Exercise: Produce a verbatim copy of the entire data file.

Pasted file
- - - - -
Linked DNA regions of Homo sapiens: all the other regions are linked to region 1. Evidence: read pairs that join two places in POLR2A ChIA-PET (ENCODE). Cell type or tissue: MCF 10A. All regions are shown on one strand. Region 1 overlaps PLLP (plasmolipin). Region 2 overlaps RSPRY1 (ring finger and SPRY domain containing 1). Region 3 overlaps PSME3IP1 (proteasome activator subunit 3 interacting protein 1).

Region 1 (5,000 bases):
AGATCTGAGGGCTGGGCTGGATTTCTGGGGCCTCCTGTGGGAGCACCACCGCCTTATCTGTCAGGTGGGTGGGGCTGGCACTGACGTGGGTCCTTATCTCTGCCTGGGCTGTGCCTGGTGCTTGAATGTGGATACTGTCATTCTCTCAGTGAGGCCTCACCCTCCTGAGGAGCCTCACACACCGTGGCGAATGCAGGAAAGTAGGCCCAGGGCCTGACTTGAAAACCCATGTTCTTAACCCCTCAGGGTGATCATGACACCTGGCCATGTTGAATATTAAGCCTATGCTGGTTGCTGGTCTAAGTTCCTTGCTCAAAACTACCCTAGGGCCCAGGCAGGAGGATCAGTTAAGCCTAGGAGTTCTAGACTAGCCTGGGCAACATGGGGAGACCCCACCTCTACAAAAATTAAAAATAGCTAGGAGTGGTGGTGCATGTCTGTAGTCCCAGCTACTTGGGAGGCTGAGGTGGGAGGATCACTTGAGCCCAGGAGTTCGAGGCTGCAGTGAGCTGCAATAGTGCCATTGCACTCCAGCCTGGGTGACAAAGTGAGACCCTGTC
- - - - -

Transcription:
Linked DNA regions of Homo sapiens: all the other regions are linked to region 1. Evidence: read pairs that join two places in POLR2A ChIA-PET (ENCODE). Cell type or tissue: MCF 10A. All regions are shown on one strand. Region 1 overlaps PLLP (plasmolipin). Region 2 overlaps RSPRY1 (ring finger and SPRY domain containing 1). Region 3 overlaps PSME3IP1 (proteasome activator subunit 3 interacting protein 1).

Region 1 (5,000 bases):
AGATCTGAGGGCTGGGCTGGATTTCTGGGGCCTCCTGTGGGAGCACCACCGCCTTATCTGTCAGGTGGGTGGGGCTGGCACTGACGTGGGTCCTTATCTCTGCCTGGGCTGTGCCTGGTGCTTGAATGTGGATACTGTCATTCTCTCAGTGAGGCCTCACCCTCCTGAGGAGCCTCACACACCGTGGCGAATGCAGGAAAGTAGGCCCAGGGCCTGACTTGAAAACCCATGTTCTTAACCCCTCAGGGTGATCATGACACCTGGCCATGTTGAATATTAAGCCTATGCTGGTTGCTGGTCTAAGTTCCTTGCTCAAAACTACCCTAGGGCCCAGGCAGGAGGATCAGTTAAGCCTAGGAGTTCTAGACTAGCCTGGGCAACATGGGGAGACCCCACCTCTACAAAAATTAAAAATAGCTAGGAGTGGTGGTGCATGTCTGTAGTCCCAGCTACTTGGGAGGCTGAGGTGGGAGGATCACTTGAGCCCAGGAGTTCGAGGCTGCAGTGAGCTGCAATAGTGCCATTGCACTCCAGCCTGGGTGACAAAGTGAGACCCTGTC